Arabic Language Usage In A Moroccan Medical Setting: A Literature Review And Personal Account
PublisherThe University of Arizona.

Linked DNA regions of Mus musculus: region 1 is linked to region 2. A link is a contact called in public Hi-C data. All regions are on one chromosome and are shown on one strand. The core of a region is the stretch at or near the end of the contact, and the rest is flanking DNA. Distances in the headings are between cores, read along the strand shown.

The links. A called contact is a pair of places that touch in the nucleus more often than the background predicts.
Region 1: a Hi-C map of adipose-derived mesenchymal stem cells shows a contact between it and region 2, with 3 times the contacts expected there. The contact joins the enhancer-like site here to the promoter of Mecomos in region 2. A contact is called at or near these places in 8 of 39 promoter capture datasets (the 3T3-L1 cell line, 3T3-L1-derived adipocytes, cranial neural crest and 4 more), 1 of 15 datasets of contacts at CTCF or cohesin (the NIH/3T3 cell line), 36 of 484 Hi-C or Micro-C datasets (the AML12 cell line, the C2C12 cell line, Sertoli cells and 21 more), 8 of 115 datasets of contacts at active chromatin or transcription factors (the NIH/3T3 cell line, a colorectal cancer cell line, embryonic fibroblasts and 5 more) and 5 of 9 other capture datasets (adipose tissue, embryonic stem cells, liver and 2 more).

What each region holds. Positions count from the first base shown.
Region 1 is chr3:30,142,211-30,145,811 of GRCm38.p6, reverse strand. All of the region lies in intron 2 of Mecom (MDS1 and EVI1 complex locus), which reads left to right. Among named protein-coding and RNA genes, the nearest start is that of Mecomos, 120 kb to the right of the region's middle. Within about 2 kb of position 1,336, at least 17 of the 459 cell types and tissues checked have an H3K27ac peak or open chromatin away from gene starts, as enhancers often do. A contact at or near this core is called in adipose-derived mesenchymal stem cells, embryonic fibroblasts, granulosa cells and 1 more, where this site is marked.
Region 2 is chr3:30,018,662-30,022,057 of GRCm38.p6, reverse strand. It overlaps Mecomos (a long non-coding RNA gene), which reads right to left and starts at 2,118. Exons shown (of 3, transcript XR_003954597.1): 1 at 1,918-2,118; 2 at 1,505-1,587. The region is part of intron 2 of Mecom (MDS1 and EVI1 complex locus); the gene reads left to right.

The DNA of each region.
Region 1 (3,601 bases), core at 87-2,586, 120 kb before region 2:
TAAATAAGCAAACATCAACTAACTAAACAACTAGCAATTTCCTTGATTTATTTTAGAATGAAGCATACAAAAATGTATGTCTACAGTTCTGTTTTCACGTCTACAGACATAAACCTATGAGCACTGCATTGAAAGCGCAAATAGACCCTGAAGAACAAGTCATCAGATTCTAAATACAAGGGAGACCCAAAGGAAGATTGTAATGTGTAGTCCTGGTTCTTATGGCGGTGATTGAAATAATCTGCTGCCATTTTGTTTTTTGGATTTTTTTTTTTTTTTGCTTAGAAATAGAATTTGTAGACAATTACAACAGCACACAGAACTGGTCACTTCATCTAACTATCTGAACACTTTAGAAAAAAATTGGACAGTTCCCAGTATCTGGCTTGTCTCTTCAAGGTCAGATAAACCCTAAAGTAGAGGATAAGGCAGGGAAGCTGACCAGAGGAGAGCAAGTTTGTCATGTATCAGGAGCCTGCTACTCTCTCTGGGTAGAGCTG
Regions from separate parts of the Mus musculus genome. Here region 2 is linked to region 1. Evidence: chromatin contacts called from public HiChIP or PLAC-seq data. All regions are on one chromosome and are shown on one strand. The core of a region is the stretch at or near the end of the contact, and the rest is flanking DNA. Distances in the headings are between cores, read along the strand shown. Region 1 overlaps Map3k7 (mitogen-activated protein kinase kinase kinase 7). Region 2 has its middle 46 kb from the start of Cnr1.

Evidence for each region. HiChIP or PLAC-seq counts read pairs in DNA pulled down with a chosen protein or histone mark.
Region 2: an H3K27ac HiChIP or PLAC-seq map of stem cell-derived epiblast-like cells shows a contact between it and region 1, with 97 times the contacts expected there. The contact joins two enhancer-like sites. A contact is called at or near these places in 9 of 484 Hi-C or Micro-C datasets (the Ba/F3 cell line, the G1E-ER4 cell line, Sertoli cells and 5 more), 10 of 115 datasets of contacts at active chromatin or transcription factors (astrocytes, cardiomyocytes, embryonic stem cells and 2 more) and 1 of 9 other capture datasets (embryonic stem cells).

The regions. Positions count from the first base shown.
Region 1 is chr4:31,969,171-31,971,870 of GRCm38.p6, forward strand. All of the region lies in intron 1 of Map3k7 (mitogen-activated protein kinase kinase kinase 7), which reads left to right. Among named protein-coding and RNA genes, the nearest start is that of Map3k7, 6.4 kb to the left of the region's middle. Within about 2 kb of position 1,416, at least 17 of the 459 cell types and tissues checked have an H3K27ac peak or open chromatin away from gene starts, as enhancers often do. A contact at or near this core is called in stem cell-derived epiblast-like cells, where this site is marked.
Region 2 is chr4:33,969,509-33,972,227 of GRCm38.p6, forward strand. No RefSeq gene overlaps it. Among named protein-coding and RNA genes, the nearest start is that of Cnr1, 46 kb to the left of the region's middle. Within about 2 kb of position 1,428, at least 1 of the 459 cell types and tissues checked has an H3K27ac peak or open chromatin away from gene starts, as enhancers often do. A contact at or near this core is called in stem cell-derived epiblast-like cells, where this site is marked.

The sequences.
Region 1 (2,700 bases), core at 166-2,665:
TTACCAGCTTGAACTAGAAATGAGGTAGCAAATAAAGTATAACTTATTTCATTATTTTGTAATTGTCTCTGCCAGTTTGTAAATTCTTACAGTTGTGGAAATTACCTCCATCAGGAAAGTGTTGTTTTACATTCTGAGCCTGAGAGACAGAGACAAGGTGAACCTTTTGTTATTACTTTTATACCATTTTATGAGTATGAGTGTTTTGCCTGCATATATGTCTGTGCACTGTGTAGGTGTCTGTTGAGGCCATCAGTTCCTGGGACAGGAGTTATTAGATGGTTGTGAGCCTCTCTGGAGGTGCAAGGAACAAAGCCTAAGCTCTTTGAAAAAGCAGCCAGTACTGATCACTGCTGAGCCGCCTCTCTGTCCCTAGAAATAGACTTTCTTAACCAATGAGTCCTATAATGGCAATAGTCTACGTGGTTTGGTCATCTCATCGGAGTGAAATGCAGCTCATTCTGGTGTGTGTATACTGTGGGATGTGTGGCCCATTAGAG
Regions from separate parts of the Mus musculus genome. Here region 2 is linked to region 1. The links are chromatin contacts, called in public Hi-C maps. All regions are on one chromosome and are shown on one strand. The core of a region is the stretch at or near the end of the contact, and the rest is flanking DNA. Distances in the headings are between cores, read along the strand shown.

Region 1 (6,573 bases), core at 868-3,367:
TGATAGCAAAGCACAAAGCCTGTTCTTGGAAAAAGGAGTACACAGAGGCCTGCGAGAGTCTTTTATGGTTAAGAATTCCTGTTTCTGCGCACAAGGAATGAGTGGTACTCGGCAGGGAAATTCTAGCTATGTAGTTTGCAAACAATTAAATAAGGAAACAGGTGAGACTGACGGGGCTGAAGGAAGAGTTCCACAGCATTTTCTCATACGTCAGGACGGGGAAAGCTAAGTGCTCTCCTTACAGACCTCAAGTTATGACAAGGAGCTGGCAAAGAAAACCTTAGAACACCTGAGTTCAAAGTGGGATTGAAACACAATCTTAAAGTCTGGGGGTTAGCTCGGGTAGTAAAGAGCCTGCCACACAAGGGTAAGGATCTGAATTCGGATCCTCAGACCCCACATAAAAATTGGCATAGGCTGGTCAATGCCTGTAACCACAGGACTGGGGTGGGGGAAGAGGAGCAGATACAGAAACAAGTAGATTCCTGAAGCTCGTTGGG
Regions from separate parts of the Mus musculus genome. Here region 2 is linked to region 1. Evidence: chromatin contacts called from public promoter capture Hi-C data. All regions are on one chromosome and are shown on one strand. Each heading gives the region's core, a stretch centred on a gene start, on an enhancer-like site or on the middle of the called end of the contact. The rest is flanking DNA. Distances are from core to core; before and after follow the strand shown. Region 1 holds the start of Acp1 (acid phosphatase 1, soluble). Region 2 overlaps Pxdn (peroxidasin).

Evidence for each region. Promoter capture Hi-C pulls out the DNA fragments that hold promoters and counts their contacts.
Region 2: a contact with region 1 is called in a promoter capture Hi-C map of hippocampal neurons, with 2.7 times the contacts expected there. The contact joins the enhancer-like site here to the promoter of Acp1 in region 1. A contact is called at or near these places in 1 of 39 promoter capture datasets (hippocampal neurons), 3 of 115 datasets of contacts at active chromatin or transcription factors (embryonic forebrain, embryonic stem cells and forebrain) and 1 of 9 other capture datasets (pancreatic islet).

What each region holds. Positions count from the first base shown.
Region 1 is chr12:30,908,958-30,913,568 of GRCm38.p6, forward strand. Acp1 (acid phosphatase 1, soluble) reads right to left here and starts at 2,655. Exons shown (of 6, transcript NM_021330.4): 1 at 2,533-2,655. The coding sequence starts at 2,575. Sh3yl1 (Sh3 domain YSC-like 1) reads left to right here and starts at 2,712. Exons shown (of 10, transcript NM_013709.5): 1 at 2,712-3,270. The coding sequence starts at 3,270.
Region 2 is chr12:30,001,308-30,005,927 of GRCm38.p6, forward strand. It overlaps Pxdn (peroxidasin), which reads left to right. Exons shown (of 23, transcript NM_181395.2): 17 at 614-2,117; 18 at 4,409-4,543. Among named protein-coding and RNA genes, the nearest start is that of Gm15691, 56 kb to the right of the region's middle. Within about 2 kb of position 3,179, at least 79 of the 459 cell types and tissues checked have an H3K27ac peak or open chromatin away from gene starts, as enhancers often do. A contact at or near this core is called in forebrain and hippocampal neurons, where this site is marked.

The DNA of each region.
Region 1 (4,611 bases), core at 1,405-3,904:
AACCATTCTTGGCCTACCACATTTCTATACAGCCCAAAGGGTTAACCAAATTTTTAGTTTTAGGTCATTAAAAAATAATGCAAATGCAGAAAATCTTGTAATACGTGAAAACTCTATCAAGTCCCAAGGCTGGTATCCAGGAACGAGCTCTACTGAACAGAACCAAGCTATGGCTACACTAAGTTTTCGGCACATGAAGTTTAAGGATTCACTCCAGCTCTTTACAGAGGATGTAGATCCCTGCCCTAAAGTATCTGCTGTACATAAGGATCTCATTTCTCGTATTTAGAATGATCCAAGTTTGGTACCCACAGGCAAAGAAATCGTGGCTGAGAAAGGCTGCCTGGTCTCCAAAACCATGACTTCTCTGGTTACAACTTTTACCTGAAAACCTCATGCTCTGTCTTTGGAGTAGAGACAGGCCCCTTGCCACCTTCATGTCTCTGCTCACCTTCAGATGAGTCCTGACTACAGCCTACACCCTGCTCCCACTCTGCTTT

AbstractWith an ever-diversifying global community, it comes as no surprise that many societies are becoming increasingly bilingual, and even multilingual. Especially in the region of North Africa, the effects of European colonialism have left a linguistic footprint on countries which still endures several decades after independence. One of the most evident examples of this is the use of French in the Moroccan medical field in a society that predominantly uses Arabic and/or Amazigh as its native languages and French as the language of science, medicine, communication. Interactions in healthcare settings reveal a dichotomy between an elite, educated French-speaking class (namely Moroccan doctors) and the regular patients they serve, many of whom are working class with a limited education. This thesis looks at the multi-layered facets of language policy, culture, and history in the context of Moroccan society and the dynamics of language in its healthcare system. The report takes the shape of a literature review in the first part and a qualitative account of my linguistic observations interning at a local private health clinic in the second part.